A mother from Oregon is suing a Portland hospital for negligence after she accidentally smothered her 4-day-old baby. Apart from the death of her son, she is suing the hospital for the resulting trauma she experienced due to the accident.
On Aug. 2, 2012, Monica and Graham Thompson welcomed their first child Jacob into the world at Portland Adventist Medical Center. A few days after delivering him via caesarean section, they were mourning over his death.
According to the lawsuit filed by Monica Thompson, on Aug. 5 at about three in the morning, a nurse placed Jacob in the room with her to breastfeed while she was still heavily medicated and groggy. When she woke up, the baby was already unresponsive in her arms.
When nurses failed to come to her aid, the lawsuit states that Thompson carried her child into the hallway where she yelled for help.
As a result of the incident, Jacob suffered major brain damage and was placed on life support at Randall Children's Hospital for a few days before doctors told the couple that his comatose was already irreversible. They decided to pull the plug on his life support when he was just 10 days old.
One of the hospital's health tips on its official website states that it is dangerous for infants and parents to share a bed, stating that "bed-sharing is linked with sleep-related deaths in babies." It is a sentiment which American Academy of Paediatrics agrees with.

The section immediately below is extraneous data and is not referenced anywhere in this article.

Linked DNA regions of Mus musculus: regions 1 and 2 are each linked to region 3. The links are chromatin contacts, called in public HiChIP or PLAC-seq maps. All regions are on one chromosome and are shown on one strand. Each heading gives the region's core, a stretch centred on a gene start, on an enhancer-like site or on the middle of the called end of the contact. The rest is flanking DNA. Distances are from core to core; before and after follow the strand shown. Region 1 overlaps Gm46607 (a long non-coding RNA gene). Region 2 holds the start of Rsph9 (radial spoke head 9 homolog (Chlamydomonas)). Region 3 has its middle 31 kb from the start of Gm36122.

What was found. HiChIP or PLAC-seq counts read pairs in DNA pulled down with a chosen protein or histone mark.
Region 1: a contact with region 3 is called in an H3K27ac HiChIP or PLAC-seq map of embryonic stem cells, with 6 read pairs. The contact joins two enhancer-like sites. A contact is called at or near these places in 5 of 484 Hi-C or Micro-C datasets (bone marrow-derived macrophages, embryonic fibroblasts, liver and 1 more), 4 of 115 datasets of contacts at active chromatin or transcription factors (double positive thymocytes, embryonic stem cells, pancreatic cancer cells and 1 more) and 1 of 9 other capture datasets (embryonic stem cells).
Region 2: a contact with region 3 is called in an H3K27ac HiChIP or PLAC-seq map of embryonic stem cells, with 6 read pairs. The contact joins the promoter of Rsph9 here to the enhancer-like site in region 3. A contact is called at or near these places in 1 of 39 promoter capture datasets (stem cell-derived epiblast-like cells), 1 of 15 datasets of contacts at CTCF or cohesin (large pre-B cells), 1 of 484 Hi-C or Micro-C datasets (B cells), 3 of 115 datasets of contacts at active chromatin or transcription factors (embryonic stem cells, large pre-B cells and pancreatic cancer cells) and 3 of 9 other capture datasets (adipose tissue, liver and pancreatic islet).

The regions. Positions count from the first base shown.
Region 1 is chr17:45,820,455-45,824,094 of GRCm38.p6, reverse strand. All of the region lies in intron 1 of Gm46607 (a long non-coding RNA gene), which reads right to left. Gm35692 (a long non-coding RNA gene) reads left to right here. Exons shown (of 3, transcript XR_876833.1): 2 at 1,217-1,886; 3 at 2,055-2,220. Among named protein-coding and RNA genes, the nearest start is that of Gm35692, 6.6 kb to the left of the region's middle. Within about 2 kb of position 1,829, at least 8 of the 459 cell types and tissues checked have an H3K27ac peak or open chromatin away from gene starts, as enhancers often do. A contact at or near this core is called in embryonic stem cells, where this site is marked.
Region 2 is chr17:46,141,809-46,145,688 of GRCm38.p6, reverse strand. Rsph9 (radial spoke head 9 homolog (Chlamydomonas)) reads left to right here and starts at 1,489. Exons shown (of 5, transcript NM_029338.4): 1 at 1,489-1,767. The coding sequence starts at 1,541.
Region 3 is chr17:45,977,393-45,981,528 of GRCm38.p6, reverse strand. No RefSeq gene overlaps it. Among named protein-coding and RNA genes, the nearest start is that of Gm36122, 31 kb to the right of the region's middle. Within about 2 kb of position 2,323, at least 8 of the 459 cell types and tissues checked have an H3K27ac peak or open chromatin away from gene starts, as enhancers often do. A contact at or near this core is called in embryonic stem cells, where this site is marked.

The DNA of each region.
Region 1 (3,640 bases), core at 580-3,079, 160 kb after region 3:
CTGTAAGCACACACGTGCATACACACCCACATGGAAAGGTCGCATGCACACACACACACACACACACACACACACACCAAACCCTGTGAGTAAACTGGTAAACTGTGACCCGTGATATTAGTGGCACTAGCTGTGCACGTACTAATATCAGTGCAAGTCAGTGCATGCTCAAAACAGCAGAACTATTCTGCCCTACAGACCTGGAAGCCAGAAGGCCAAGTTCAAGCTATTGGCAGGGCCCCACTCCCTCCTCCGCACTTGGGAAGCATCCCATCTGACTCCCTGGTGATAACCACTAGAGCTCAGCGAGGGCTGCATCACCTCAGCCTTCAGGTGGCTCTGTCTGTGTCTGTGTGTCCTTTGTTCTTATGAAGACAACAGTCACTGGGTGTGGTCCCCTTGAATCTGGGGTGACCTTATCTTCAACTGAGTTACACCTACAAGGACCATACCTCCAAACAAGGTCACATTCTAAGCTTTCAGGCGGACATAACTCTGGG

However, a spokesperson for the hospital, Kristi Spurgeon Johnson, declined to comment on the lawsuit, as well as the hospital's policy about mothers and new-born babies sharing beds.
As a result of the accidental death of her son, Monica Thompson filed the lawsuit at Multnomah County Circuit Court. The lawsuit seeks $8.6 million in damages for Jacob's death, counseling, and medical expenses incurred from the depression and post-traumatic stress disorder that Monica experienced after the death of Jacob.
Baby Box Trend
Parents across the United States have been following the footsteps of Finnish parents of late in order to reduce the risk of Sudden Infant Death Syndrome (SIDS), which is related to suffocation, strangulation, or entrapment among very young infants.
The baby box trend that is spreading across the country essentially offers expecting parents baby essentials such as clothes and fitted sheets, a safe and sturdy box for infants to sleep in for the first few months of their lives when they are most fragile, as well as education about using the box as a safe sleeping space for their infants.
New Jersey and Ohio have officially adopted the universal baby box program, and some hospitals in Texas and Philadelphia are also following the trend.